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Travel & Leisure/Briland: Letters to the editor
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Page 1 of 1Total of 2 messages
Posted by:Dec 31st 2003, 10:02:03 am
MaddieI have been coming to Harbour Island since the early 1960s and Dick Malcolm is absolutley correct; it is the Brilanders that make the Island.
Posted by:Dec 30th 2003, 05:35:27 pm
Fig Tree News TeamLetters, January 2004
From the Bahamas to Barcelona

I loved the October issue of Travel + Leisure, especially Michael Gross's article about Harbour Island ["The New St. Bart's?"]. I went to Briland for the first time in 1986 at the age of 16. What initially seemed primitive to a teenager— there was no phone or television—soon became a relaxing paradise. My family and I went snorkeling and scuba diving at the Romora Bay Club, ate fresh conch salad while watching the sunset, and periodically lunched at Pink Sands, which had a TV in the bar, to catch up on the news. Harbour Island had a welcoming, small-town atmosphere. I look forward to returning and I only hope that it does not become too overrun by tourists.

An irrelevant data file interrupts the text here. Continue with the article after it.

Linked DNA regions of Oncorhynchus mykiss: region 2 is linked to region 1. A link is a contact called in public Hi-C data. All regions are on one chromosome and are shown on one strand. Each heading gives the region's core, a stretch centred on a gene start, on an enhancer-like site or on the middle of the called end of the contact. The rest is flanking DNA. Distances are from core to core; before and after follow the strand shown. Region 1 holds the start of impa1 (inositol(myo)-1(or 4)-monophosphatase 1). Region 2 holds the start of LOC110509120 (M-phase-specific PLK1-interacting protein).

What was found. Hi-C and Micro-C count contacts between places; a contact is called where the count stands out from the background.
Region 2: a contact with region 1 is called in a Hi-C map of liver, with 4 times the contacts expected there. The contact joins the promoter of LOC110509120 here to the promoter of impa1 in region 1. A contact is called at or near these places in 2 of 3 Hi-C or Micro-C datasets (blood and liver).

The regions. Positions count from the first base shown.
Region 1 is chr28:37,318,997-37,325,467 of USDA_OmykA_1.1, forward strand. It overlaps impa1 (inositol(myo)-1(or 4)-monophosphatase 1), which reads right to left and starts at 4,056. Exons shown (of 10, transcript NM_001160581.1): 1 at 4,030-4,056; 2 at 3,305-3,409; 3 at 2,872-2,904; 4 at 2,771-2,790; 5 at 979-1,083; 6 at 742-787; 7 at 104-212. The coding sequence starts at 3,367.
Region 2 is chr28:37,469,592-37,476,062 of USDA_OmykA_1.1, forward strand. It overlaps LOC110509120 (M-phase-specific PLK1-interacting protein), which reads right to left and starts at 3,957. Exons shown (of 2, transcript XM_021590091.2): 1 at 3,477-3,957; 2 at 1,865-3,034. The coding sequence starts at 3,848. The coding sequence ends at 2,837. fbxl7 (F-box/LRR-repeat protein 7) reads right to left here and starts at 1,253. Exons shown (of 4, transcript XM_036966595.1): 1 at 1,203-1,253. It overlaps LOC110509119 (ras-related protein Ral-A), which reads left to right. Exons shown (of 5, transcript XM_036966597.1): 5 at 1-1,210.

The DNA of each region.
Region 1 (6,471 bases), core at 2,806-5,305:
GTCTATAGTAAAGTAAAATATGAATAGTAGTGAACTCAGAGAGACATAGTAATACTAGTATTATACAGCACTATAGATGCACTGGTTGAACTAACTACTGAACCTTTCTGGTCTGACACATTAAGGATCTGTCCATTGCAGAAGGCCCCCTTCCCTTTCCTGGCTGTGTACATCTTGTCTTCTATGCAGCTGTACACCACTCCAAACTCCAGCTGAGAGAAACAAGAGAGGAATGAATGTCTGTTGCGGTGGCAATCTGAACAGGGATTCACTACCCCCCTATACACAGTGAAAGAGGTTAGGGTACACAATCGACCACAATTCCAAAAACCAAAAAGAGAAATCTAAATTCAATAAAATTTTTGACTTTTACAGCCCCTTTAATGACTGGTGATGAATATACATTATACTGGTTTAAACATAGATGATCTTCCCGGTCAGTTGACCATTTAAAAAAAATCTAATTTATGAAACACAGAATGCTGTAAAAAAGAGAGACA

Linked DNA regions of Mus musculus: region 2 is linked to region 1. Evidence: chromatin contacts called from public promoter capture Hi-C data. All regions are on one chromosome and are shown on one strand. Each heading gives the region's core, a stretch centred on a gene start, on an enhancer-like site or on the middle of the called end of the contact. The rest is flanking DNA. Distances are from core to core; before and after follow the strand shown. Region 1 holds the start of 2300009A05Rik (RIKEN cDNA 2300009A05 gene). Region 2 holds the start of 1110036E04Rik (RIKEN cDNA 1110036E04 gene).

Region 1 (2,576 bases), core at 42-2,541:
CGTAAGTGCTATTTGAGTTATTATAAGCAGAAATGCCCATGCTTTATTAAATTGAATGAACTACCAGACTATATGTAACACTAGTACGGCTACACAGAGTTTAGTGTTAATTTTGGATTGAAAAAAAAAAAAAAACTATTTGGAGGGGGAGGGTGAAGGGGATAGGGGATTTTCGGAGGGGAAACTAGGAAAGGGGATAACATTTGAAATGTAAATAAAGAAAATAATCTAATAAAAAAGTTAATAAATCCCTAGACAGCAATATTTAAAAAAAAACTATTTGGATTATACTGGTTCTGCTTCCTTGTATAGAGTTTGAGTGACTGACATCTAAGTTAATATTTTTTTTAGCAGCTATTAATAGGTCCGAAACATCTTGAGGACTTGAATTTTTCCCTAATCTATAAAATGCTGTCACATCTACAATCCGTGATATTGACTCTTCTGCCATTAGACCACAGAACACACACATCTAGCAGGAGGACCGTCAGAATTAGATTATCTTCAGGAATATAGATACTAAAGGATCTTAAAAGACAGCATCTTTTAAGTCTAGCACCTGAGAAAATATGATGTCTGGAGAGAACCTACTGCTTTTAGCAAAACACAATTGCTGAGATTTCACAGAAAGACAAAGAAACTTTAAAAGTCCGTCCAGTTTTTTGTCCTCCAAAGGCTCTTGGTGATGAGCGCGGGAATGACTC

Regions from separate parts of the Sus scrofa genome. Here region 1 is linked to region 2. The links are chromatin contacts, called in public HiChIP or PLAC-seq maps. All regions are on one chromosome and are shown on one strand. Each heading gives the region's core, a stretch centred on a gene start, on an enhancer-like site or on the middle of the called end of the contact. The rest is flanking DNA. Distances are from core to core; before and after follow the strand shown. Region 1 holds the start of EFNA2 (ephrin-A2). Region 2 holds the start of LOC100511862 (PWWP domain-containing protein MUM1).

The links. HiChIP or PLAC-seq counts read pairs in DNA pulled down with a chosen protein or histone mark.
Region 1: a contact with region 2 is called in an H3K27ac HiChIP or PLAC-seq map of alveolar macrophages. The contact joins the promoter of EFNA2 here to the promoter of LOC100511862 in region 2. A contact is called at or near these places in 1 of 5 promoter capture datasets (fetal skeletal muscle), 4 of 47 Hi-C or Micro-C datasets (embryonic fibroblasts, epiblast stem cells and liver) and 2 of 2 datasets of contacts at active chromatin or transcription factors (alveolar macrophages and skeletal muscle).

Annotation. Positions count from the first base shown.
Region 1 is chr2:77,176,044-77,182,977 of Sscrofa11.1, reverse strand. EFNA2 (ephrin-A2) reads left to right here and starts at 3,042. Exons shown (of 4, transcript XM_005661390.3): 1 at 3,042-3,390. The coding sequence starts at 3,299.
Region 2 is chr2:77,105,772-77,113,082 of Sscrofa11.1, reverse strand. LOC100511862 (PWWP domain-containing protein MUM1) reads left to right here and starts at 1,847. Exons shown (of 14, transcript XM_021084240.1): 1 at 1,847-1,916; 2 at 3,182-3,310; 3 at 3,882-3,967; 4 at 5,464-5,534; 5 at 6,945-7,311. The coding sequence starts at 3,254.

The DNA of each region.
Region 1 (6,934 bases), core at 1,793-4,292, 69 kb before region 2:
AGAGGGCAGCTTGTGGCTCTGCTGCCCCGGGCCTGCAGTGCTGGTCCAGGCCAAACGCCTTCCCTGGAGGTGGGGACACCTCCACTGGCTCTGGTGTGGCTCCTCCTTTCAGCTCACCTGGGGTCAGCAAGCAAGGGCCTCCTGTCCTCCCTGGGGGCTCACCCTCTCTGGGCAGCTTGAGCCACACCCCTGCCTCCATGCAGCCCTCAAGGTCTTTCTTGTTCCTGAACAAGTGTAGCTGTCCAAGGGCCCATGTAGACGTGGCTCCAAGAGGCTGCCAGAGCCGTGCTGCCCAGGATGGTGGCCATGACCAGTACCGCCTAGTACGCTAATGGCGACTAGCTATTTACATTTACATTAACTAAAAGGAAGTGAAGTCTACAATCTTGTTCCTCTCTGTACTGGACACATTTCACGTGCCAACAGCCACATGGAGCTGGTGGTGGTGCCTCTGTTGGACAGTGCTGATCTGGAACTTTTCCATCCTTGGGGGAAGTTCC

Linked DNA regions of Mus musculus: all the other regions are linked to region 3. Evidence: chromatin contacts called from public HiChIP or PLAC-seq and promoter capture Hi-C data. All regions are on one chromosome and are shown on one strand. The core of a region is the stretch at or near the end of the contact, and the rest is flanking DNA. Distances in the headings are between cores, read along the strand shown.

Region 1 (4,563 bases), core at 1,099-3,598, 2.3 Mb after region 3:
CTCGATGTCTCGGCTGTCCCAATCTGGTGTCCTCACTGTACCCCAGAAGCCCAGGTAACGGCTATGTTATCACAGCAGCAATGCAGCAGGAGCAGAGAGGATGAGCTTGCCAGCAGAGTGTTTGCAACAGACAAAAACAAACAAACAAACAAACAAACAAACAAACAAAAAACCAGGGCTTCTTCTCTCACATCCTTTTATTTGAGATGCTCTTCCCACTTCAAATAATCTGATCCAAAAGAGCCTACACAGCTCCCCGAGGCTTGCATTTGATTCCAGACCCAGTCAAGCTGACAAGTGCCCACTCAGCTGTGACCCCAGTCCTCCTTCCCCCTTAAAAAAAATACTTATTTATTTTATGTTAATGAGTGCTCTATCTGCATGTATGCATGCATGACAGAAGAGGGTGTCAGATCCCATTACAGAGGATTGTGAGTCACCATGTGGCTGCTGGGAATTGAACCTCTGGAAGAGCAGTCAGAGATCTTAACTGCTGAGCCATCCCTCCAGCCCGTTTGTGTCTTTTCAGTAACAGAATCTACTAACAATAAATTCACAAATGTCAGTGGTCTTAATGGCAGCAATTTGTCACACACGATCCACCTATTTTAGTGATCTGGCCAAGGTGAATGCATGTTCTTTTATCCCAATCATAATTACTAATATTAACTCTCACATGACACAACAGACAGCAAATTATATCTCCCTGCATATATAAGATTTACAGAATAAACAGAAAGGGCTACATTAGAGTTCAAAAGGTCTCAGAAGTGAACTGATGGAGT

—ALYLEEPER, JACKSONVILLE, FLA.

Found online at http://www.travelandleisure.com/invoke.cfm?ObjectID=DCA312DF-2BAA-465B-BF7249F74D119970

Michael Gross's article about Harbour Island was a captivating read, but, as the son of Pink Sands founder J. Allen Malcolm, I must object to Philippa "Pip" Simmons's claim that her ability to attract the French fashion set to the Oceanview Club in the late 1970's put Harbour Island on the map. Opened in 1951, Pink Sands laid the foundation for tourism with a clientele that included movie stars and former prime ministers. Furthermore, island resident Basil Albury established the Dunmore Beach Club in 1963, and Brett and Sharon King have been receiving guests at the Coral Sands Hotel since 1968. The irony is that none of us is responsible for the island's success. As charming as our accommodations may be, the borderline-hysterical fascination with Briland would not be possible without the Bahamians themselves.
—RICHARD MALCOLM, HARBOUR ISLAND, THE BAHAMAS

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